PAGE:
imagination––the exercise of empathy––is a God-given gift, it’s the thing that equips us to love as you would be loved. without it, our every petition is flat. is a waste of our breath, really.
we invoke the hand, the heart of God, yes. but isn’t it our business, our holy business, to get about the work of trying to weave us into true holy communion?
it is our empathies that just might save us as a people, that just might move us toward the place where all our prayers rise in echo, from all corners, nooks, and crannies.
it’s not often we wake up to war. but we did this week. and so we will in the weeks and weeks to come.
i awake now in unending prayer. another name for exercising empathies, to stay awake to the suffering now inflicted on ones we’re meant to love. even if we’ll never know their names.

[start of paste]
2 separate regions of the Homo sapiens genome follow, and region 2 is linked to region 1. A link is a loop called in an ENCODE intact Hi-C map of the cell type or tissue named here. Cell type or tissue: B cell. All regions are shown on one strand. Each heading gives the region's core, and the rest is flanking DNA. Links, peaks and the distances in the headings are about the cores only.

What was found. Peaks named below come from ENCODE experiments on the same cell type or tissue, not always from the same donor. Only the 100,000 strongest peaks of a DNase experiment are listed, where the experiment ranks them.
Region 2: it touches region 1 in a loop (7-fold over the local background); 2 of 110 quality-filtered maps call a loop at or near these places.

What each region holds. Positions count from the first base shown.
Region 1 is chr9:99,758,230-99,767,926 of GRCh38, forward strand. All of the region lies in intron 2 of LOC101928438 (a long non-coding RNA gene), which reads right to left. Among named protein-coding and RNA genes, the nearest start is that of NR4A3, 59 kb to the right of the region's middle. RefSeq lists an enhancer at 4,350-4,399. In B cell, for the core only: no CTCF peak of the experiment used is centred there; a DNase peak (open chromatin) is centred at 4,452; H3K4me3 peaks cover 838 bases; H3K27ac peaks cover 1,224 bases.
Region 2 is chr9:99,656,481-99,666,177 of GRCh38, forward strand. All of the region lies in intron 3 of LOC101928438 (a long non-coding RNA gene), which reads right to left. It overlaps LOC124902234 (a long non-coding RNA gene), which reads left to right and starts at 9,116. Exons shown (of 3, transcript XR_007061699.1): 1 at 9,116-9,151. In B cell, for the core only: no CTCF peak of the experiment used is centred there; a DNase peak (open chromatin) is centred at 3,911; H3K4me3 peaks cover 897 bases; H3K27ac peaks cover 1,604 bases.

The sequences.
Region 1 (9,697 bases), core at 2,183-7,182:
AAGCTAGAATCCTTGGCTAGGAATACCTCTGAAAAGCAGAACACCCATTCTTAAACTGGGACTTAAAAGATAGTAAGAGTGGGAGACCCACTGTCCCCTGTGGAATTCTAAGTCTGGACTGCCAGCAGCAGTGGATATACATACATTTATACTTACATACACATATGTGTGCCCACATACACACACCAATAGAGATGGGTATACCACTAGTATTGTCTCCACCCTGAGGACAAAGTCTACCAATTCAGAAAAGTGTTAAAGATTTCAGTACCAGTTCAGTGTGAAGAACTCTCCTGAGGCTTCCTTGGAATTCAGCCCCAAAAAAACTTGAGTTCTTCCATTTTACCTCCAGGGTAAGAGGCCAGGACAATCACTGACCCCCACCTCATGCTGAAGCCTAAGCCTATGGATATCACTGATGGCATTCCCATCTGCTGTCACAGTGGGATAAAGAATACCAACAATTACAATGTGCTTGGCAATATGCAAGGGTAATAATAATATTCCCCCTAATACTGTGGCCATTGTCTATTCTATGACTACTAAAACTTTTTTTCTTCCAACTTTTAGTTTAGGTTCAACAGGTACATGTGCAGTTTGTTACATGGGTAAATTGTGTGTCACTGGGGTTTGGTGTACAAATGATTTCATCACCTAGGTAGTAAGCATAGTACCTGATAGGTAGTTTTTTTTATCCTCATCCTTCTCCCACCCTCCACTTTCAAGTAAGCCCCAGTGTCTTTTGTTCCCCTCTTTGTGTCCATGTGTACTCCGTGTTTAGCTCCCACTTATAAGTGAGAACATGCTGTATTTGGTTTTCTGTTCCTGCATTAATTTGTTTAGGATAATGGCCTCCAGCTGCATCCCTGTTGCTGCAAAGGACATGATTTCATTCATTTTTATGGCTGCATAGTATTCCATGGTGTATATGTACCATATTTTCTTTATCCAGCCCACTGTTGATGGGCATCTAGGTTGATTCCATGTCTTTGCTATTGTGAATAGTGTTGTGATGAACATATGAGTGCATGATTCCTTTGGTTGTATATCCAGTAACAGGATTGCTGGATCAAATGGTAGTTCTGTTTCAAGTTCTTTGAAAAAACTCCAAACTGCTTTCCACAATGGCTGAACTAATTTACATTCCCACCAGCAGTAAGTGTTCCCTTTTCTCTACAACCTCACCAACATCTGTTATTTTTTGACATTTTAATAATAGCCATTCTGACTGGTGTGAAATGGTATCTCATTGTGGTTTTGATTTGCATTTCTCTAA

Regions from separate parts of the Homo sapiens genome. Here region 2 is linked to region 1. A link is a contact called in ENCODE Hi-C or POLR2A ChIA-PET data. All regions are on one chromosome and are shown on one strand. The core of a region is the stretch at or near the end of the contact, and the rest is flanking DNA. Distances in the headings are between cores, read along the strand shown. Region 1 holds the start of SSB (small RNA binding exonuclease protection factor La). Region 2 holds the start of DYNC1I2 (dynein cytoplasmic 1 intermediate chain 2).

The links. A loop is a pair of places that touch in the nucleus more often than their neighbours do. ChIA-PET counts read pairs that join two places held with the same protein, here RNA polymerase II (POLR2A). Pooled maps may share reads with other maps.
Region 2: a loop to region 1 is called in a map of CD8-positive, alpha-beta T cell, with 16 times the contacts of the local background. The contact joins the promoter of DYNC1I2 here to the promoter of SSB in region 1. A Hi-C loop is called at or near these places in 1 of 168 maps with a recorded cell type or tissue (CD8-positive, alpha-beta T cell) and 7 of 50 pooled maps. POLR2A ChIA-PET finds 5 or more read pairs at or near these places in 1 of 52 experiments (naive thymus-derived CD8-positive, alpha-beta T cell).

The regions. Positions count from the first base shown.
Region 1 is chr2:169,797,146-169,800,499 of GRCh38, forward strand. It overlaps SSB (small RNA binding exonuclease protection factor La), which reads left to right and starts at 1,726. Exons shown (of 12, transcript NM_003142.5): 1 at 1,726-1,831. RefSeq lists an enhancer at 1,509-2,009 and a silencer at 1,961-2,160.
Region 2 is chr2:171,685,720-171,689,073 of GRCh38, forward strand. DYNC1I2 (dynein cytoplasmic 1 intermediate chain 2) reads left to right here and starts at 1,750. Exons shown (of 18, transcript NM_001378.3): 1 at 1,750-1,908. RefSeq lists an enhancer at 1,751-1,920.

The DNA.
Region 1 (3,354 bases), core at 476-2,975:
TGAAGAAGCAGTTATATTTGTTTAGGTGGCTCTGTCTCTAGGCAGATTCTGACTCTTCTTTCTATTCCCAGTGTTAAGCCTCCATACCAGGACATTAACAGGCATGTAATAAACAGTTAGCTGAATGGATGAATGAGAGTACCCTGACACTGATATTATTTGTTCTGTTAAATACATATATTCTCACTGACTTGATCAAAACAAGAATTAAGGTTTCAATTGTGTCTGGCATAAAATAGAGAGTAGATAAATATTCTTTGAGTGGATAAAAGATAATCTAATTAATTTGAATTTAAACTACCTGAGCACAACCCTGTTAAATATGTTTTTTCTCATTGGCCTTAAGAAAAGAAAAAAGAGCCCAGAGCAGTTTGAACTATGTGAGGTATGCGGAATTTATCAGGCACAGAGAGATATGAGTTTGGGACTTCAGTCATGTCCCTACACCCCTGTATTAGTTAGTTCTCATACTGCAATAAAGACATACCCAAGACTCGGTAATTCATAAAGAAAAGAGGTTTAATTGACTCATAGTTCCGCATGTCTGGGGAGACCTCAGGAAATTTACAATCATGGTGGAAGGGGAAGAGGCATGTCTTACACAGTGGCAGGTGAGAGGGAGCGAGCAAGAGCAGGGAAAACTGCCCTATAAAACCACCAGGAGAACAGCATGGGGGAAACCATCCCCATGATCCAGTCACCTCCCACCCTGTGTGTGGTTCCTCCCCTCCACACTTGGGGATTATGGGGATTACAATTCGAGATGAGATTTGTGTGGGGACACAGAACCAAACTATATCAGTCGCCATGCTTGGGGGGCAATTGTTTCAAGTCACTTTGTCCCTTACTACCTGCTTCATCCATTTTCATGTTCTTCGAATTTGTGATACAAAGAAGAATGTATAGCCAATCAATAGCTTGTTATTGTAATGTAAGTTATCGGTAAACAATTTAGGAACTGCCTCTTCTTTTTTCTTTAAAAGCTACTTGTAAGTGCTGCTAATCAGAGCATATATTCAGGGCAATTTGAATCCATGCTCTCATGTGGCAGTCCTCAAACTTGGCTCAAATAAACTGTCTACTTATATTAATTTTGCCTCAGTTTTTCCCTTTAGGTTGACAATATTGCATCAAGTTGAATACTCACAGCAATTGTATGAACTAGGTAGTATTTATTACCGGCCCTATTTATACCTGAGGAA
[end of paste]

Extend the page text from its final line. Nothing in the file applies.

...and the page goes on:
i searched for a prayer for peace, and came circling back to this, from ellen bass; it is a prayer for all, no matter to whom or what or how you pray:
Pray for Peace
Pray to whomever you kneel down to:
Jesus nailed to his wooden or plastic cross,
his suffering face bent to kiss you,
Buddha still under the bo tree in scorching heat,
Adonai, Allah. Raise your arms to Mary
that she may lay her palm on our brows,
to Shekhina, Queen of Heaven and Earth,
to Inanna in her stripped descent.
Then pray to the bus driver who takes you to work.
On the bus, pray for everyone riding that bus,
for everyone riding buses all over the world.
Drop some silver and pray.
Waiting in line for the movies, for the ATM,
for your latte and croissant, offer your plea.
Make your eating and drinking a supplication.
Make your slicing of carrots a holy act,
each translucent layer of the onion, a deeper prayer.
To Hawk or Wolf, or the Great Whale, pray.
Bow down to terriers and shepherds and Siamese cats.
Fields of artichokes and elegant strawberries.
Make the brushing of your hair